Meanwhile, Back on Earth

Monday, July 31, 2006

IN A MOVE AKIN to Dan Quayle invoking John F. Kennedy in 1988, President Bush attempted a Kennedyesque moment of his own 2 1/2 years ago when he called for a national effort to land Americans on the moon and Mars. It's not a clip they'll play on repeat in Mr. Bush's presidential library.

To few people's surprise, the president's soaring pronouncements flopped. But he still pushed NASA to carry on planning for new solar-system exploration. Now instead of just being an embarrassment for the president, Mr. Bush's astronautical ambitions are cutting deeply into NASA's budget to, among other things, monitor global climate change.

NASA is facing a real fiscal crisis. Even though the White House is demanding more, it hasn't given the space agency the funding it needs to build a launcher for the moon mission, pay an unexpectedly large bill for repairing the space shuttle and do everything else it committed to before Mr. Bush's Mars announcement. According to the space agency, NASA is diverting a little over $3 billion from its science research budget over five years. Though it's not clear how much of that will come from earth science, NASA admits that the climate-monitoring funding has steadily decreased since fiscal year 2004.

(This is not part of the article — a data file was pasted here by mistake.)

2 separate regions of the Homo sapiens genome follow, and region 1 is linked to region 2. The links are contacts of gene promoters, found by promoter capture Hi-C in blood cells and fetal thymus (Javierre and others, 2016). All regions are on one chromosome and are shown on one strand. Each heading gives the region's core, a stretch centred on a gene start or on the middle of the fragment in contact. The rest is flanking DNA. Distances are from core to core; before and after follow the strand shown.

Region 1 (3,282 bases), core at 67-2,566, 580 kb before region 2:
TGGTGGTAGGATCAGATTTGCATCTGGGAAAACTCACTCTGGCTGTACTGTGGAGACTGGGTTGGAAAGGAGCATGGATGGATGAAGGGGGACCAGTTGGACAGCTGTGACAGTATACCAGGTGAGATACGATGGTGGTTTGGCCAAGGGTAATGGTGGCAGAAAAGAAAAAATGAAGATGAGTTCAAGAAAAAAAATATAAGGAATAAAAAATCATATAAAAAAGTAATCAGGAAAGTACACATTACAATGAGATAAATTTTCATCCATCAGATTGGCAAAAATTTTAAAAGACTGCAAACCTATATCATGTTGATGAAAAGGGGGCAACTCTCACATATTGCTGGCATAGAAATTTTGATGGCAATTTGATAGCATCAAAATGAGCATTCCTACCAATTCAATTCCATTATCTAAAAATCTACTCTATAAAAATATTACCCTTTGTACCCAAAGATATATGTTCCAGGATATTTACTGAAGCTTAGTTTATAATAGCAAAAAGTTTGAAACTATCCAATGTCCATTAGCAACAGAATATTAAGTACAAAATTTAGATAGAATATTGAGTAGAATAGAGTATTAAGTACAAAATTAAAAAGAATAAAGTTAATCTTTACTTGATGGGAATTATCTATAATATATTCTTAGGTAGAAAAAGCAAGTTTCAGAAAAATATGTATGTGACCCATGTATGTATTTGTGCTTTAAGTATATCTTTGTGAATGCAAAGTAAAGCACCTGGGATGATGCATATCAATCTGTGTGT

Dozens of projects are in jeopardy or have already been scrapped. NASA's satellite network that monitors global weather patterns -- including hurricane formation -- is aging, and replacements may arrive late or not at all. The agency's Hydros spacecraft mission -- which would have recorded soil moisture, an essential way to gauge the severity of global warming and its effects -- got the ax. NASA's budget for analyzing climate data is also shallowing, and the Jet Propulsion Laboratory has cut its staff.

The White House claims that even though NASA's funding for research on climate change is decreasing, organizations such as the National Oceanic and Atmospheric Association are getting budget increases for research on global warming. But NOAA says that it's not picking up NASA's slack with the new money. Besides, NASA is uniquely qualified to do things such as launch and maintain weather satellites.

Mr. Bush needs to get his head out of the stars. Even though scientists agree that Earth is warming, they still need to investigate how, and how fast, the phenomenon is proceeding -- a much more pressing task than landing on the Red Planet. The White House has to either pay responsibly for its exploration programs or cancel them.

© 2006 The Washington Post Company